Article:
^{1}, M.-P. Gaigeot

^{2}, D. Borgis

^{3}and R. Vuilleumier

^{4,a)}

### Abstract

A general method for obtaining effective normal modes of a molecular system from molecular dynamics simulations is presented. The method is based on a localization criterion for the Fourier transformed velocity time-correlation functions of the effective modes. For a given choice of the localization function used, the method becomes equivalent to the principal mode analysis (PMA) based on covariance matrix diagonalization. On the other hand, a proper choice of the localization function leads to a novel method with a strong analogy with the usual normal modeanalysis of equilibrium structures, where the Hessian system at the minimum energy structure is replaced by the thermal averaged Hessian, although the Hessian itself is never actually calculated. This method does not introduce any extra numerical cost during the simulation and bears the same simplicity as PMA itself. It can thus be readily applied to *ab initio*molecular dynamics simulations. Three such examples are provided here. First we recover effective normal modes of an isolated formaldehyde molecule computed at in very good agreement with the results of a normal modeanalysis performed at its equilibrium structure. We then illustrate the applicability of the method for liquid phase studies. The effective normal modes of a water molecule in liquid water and of a uracil molecule in aqueous solution can be extracted from *ab initio*molecular dynamics simulations of these two systems at .

I. INTRODUCTION

II. THEORY

A. Fourier transformed velocity time-correlation functions

B. Localization of FTVCF

C. Effective normal modes from finite time simulations

D. Solution of the minimization problem

E. : Analogy with normal modeanalysis

F. : Comparison to PMA

G. Effective normal modes as a force-fitting procedure

1. case

2. case

H. Frame of reference

III. APPLICATIONS

A. Simulation details

B. Isolated formaldehyde molecule at

C. Water molecules in liquid water

D. Uracil in aqueous solution

IV. CONCLUSION

### Key Topics

- Normal modes
- 79.0
- Eigenvalues
- 20.0
- Molecular dynamics
- 17.0
- Infrared spectra
- 10.0
- Molecular liquids
- 8.0

## Figures

(Color) Power spectra of the effective normal modes of at in the Eckart framework rotating with the molecule (color lines) and the eigenvalues of the Hessian at (vertical line with a cross at the top).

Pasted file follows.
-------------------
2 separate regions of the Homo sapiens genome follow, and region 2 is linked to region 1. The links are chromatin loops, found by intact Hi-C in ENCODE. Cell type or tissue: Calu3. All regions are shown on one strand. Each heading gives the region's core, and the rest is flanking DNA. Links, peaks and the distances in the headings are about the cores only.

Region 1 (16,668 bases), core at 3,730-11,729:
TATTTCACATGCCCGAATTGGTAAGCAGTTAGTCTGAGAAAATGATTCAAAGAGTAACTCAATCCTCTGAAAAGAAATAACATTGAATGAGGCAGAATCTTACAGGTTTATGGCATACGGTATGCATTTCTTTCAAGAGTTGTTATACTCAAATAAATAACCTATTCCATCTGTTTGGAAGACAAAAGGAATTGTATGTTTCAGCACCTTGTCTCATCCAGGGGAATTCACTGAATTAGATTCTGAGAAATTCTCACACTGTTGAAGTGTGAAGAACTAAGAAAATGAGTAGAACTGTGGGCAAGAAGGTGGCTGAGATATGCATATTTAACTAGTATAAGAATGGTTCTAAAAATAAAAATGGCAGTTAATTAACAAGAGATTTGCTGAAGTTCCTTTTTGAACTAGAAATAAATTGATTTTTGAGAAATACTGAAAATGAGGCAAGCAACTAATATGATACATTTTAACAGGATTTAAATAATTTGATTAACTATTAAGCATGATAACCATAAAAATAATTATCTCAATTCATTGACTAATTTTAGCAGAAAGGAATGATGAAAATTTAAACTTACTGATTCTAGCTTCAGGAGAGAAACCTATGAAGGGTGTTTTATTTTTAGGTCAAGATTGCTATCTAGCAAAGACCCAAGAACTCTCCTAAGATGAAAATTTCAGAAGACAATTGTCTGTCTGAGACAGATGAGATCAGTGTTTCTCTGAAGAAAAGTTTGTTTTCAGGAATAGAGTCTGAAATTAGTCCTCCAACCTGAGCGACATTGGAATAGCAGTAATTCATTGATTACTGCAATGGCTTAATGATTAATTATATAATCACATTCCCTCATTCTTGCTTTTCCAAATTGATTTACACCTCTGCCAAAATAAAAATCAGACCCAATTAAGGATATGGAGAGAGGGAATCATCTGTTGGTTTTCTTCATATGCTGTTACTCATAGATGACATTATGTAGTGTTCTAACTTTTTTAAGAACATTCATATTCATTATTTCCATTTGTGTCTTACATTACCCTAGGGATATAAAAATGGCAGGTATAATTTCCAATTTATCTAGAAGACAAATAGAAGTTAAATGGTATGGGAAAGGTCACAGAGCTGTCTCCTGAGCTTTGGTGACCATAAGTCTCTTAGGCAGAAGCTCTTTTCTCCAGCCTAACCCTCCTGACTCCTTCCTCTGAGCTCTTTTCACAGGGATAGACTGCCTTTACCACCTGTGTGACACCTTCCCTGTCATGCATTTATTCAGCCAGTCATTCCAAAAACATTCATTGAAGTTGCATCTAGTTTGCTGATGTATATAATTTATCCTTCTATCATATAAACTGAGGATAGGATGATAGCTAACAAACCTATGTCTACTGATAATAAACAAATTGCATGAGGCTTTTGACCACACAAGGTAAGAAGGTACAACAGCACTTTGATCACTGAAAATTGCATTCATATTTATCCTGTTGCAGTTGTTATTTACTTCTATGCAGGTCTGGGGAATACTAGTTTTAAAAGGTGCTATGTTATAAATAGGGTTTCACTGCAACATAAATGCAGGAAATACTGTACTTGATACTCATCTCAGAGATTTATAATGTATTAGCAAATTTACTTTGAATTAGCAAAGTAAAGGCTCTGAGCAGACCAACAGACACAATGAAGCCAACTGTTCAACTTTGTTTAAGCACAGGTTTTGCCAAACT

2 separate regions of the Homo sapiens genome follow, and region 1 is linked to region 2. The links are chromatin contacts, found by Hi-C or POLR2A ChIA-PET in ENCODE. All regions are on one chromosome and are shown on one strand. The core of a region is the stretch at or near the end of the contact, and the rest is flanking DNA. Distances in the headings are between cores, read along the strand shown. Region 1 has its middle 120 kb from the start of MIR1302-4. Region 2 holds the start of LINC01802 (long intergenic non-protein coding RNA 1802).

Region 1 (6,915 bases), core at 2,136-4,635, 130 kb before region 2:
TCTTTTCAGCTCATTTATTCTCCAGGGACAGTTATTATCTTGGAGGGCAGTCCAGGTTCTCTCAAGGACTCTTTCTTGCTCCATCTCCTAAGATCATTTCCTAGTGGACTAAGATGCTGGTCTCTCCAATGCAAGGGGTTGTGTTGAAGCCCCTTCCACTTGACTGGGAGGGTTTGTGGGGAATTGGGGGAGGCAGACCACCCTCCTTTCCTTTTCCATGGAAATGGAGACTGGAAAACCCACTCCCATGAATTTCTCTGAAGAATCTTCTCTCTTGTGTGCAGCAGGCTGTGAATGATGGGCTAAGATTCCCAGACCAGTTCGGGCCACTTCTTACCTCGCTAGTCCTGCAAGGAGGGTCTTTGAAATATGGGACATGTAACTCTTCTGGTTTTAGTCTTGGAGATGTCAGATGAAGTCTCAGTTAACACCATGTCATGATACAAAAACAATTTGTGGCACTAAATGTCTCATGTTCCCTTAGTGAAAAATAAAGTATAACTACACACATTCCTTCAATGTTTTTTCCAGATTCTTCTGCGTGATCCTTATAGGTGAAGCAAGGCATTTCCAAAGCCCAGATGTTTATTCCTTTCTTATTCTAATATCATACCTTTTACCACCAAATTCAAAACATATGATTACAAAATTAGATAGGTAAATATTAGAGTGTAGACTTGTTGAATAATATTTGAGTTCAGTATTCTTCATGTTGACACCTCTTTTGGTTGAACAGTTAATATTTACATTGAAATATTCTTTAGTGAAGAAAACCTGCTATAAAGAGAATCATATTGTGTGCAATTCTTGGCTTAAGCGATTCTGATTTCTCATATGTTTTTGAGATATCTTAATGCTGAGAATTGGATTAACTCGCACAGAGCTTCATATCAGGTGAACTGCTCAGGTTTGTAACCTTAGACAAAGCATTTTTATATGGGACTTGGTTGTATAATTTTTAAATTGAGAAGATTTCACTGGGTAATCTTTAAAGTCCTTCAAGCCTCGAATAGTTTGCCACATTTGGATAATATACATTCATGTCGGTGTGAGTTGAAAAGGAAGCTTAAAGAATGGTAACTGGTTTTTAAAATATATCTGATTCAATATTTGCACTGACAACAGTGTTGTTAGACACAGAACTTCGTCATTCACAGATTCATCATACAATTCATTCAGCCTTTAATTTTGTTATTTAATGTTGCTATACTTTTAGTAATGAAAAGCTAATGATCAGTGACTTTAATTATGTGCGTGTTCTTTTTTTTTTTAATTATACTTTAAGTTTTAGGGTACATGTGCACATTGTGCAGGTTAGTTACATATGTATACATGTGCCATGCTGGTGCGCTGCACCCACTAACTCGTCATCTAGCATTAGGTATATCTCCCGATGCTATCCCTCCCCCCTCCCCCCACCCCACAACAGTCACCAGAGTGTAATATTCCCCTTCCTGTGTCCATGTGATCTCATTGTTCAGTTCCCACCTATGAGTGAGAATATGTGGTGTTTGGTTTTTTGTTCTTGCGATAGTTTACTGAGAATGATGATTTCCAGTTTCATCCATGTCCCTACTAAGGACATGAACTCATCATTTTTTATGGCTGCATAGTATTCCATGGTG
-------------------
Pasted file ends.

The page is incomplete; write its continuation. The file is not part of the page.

(Color) Power spectra of the effective normal modes of at in the Eckart framework rotating with the molecule (color lines) and the eigenvalues of the Hessian at (vertical line with a cross at the top).

(Color) Effective normal modes (blue arrows) at and normal modes (red arrows) of . Modes have increasing frequency from left to right and top to bottom.

(Color) Effective normal modes (blue arrows) at and normal modes (red arrows) of . Modes have increasing frequency from left to right and top to bottom.

(Color) Power spectra of the effective normal modes in the rotating Eckart *frame* (a) and in the *laboratory* frame using the coordinate system of the Eckart frame (b) (see text). In both frames, the solid red curve corresponds to the power spectrum of the water bending mode, while the green curve and the black solid curves correspond to the power spectra of the symmetric and asymmetric stretches, respectively. In (b), the blue curves represent the power spectra of water translation modes (solid: translation perpendicular to the molecular plane, dashed: translation along the HH vector, dotted: translation along the OHO bisectrix), while the pink curves represent the power spectra of the librational modes (solid: rotation in the molecular plane, dashed and dotted: rotation around the two OH axes).

(Color) Power spectra of the effective normal modes in the rotating Eckart *frame* (a) and in the *laboratory* frame using the coordinate system of the Eckart frame (b) (see text). In both frames, the solid red curve corresponds to the power spectrum of the water bending mode, while the green curve and the black solid curves correspond to the power spectra of the symmetric and asymmetric stretches, respectively. In (b), the blue curves represent the power spectra of water translation modes (solid: translation perpendicular to the molecular plane, dashed: translation along the HH vector, dotted: translation along the OHO bisectrix), while the pink curves represent the power spectra of the librational modes (solid: rotation in the molecular plane, dashed and dotted: rotation around the two OH axes).

(Color) Effective normal modes of a water molecule in liquid water (bend, symmetric and asymmetric stretches), in the Eckart frame (blue arrows), and in the coordinate system associated to the Eckart frame (red arrows).

(Color) Effective normal modes of a water molecule in liquid water (bend, symmetric and asymmetric stretches), in the Eckart frame (blue arrows), and in the coordinate system associated to the Eckart frame (red arrows).

(Color) A ball and stick representation of the uracil molecule. Hydrogen atoms are white, carbon cyan, nitrogen are blue, and oxygen atoms are in red.

(Color) A ball and stick representation of the uracil molecule. Hydrogen atoms are white, carbon cyan, nitrogen are blue, and oxygen atoms are in red.

(Color) Power spectra of the effective normal modes of one uracil molecule in aqueous solution between 1000 and .

(Color) Power spectra of the effective normal modes of one uracil molecule in aqueous solution between 1000 and .

(Color) Effective normal modes of one uracil molecule in aqueous solution between 1000 and .

(Color) Effective normal modes of one uracil molecule in aqueous solution between 1000 and .

(Color) Effective normal modes of one uracil molecule in aqueous solution between 1400 and .

(Color) Effective normal modes of one uracil molecule in aqueous solution between 1400 and .

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